nation), the mixture is precisely analogous in its intoxicating
effects to port wine of an equal strength.
In the table annexed to


former the average quantity of alcohol contained in port wine amounts to 23,48 per cent.; but two of the wines there alluded to are stronger than any I have since met with, and were, at that time, sent to me as “ remarkably strong and old port." I have lately examined a number of specimens of the better kinds of port wine in common use, and the results of these experiments lead me to place the average strength at 22 per cent. of alcohol by measure.

A port wine procured for me by Dr. BAILLIE, and to which no brandy had been added, afforded 21,40 per cent. of alcohol: another specimen of a similar description, put into my hands by an Oporto merchant, contained only 19 per cent.; it is the weakest port wine I have met with.

The other results given in the table, agree perfectly with those of subsequent and more extended experiments.

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XI. On a new Variety in the Breeds of Sheep. By Colonel David

Humphreys, F. R. S. In a Letter to the Right Hon. Sir Joseph Banks, Bart. K. B. P. R. S.

Read January 14, 1819.

In the year


Humphreysville (in the State of Connecticut), Nov. 1, 1811. I

PROPOSE to give some account of a new variety in the breeds of sheep, which has lately sprung up in America.

Seth Wight, who possessed a small farm on the banks of Charles river, in the town of Dover and State of Massachusetts, about sixteen miles distant from Boston, kept a little flock composed of fifteen ewes and one ram. 1791, one of the ewes produced a lamb of singular appearance. By the advice of some of his neighbours, he killed his former ram, and reserved the young one for breeding. The first season, two lambs only were yeaned in his likeness. In the following years, a number more, distinguished by the same peculiarities. Hence proceeded a strongly marked variety in this species of animals, before unknown in the world. It has been called by the name of the Otter breed.

This name was given from a real or imaginary resemblance to that animal, in the shortness of the legs and length of the back; by some supposed to have been caused by an unnatural intercourse; by others, perhaps as fancifully, from fright during gestation. It is only certain, that otters were then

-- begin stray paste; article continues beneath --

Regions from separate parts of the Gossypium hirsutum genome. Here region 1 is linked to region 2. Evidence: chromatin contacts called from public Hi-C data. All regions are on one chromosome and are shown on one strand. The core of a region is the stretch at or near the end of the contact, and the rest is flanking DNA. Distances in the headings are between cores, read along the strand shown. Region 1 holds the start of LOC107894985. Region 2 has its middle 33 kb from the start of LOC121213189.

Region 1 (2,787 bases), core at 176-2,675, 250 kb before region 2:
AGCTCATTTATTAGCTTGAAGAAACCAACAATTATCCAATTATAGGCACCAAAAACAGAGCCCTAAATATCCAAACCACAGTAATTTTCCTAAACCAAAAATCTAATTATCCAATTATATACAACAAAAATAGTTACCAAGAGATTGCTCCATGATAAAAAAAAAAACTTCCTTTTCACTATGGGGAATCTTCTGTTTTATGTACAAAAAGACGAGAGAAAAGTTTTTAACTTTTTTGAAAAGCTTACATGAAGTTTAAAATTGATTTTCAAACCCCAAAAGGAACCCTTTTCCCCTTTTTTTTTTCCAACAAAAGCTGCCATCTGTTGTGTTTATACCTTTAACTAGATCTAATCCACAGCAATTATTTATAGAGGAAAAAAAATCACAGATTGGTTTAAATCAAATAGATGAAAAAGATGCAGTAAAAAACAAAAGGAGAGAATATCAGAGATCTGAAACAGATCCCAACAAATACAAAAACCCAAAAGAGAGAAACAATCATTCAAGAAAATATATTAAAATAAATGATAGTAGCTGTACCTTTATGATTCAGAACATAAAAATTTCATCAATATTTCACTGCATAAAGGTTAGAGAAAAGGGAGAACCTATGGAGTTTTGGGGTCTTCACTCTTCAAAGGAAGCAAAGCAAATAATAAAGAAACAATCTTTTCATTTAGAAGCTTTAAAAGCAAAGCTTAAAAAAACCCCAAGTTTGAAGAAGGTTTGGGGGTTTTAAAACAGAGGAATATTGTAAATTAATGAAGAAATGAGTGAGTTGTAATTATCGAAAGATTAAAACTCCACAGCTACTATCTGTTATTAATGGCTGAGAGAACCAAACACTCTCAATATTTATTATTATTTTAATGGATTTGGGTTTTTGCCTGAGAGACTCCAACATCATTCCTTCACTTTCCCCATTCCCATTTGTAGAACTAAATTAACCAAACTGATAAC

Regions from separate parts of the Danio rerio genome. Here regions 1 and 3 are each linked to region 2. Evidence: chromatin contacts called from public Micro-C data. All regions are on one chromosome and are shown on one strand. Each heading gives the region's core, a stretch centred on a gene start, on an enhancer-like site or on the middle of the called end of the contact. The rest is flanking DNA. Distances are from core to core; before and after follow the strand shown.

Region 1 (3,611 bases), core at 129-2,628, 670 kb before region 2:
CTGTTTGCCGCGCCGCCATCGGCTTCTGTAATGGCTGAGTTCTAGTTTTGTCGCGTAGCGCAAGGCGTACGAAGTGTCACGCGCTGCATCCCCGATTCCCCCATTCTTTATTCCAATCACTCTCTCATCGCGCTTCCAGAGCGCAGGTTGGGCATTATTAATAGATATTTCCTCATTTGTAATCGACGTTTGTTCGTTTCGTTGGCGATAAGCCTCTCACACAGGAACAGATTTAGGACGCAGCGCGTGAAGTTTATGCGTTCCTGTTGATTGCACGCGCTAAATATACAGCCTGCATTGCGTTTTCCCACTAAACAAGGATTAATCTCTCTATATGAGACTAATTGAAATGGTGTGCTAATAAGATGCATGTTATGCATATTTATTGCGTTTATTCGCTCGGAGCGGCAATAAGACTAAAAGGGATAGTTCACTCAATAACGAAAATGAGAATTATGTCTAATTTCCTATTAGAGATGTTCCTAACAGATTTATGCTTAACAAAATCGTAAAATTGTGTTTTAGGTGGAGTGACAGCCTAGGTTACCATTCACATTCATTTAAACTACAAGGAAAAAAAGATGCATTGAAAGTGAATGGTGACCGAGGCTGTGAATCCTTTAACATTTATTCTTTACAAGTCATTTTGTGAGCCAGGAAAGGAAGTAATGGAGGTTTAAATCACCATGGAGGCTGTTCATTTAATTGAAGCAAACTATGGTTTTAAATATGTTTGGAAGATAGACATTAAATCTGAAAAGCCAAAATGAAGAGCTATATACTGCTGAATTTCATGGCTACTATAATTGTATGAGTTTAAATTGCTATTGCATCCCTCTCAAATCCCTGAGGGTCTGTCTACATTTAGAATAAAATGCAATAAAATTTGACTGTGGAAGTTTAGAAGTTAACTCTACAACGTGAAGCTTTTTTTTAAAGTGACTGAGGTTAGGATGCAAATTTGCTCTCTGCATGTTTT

sometimes seen on the banks of this river. They have since disappeared.

The person, who was the first to dissect one of these sheep for the purpose of ascertaining the properties and qualities which distinguish them from our common breed, has added the appropriate term of AncoN.

The singularity of form seems to be confirmed in the blood. Experiments, in crossing, have changed the strain, or, if I may be allowed so to express it, amalgamated the qualities of this with those of other breeds, so as to produce a mixed or mongrel race, in too few instances to form an exception to the theory.

When both parents are of the otter or ancon breed, the descendants inherit their peculiar appearance and proportions of form. I have heard of but one questionable case of a contrary nature.

The small number of cases where the young are said to partake in part, but not altogether, the characteristics of this breed, will not invalidate the general conclusions, established on experience in breeding from a male and female of distinct kinds.

When an ancon ewe is impregnated by a common ram, the increase resembles wholly either the ewe or the ram.

The increase of a common ewe, impregnated by an ancon ram, follows entirely the one or the other, without blending any of the distinguishing and essential peculiarities of both.

The most obvious difference between the young of this and other breeds, consists in the shortness of the legs of the former; which combined with debility or defect of organization, often makes them cripples in maturer age.